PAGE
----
A NAIRN baker who was among the town’s brave casualties of WWI was remembered at a memorial service 100 years to the day since his death.
James Grant was a Royal Navy trimmer (coal handler) who served on several vessels including HMS Nairn.
He had been an apprentice at Asher’s Bakery in the town before enlisting in January 1916 in the Royal Naval Reserve.
He died at Nairn Hospital at the age of 24 of enteric fever and intestinal haemorrhaging.
Mr Grant also served aboard several other vessels. He was awarded the British War Medal and Victory Medal.
His funeral was conducted with full military honours and his name features on Nairn’s war memorial.
Conducting the graveside service organised by the Nairn branch of the Royal British Legion Scotland, its chaplain Rev Tommy Bryson said: "Although an auxiliary, he was one of a number of men who found themselves almost full-time in the RN reserves, attached to the mine-sweeping force.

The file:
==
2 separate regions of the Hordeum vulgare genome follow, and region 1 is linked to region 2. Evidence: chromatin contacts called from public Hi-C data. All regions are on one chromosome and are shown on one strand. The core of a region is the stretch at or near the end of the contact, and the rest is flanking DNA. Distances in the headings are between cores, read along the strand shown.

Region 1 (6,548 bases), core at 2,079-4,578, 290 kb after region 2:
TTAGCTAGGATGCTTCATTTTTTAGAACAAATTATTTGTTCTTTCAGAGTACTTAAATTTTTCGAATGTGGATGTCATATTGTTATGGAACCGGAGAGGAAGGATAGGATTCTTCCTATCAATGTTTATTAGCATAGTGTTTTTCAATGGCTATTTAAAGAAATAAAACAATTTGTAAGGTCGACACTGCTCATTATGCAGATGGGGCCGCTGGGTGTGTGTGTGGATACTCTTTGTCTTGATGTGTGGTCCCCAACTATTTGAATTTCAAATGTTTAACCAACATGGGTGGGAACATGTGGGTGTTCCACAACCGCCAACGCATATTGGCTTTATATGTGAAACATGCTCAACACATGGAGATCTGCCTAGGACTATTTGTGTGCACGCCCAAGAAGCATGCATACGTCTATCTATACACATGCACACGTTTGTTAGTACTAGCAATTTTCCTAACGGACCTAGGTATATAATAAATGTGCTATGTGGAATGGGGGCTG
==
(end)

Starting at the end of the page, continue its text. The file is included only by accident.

"It played a vital part in WWI, keeping shipping lanes clear. The force in the North Sea comprised over 100 mine-sweeping trawlers. It had an important task of clearing enemy mines from sea routes and attacking enemy mine-laying submarines. It was an extremely dangerous programme."
Bakery boss, and recently appointed Lord Lieutenant for Nairnshire, George Asher, said: "We’re very pleased that Trimmer Grant’s service to his country has been recognised by the legion."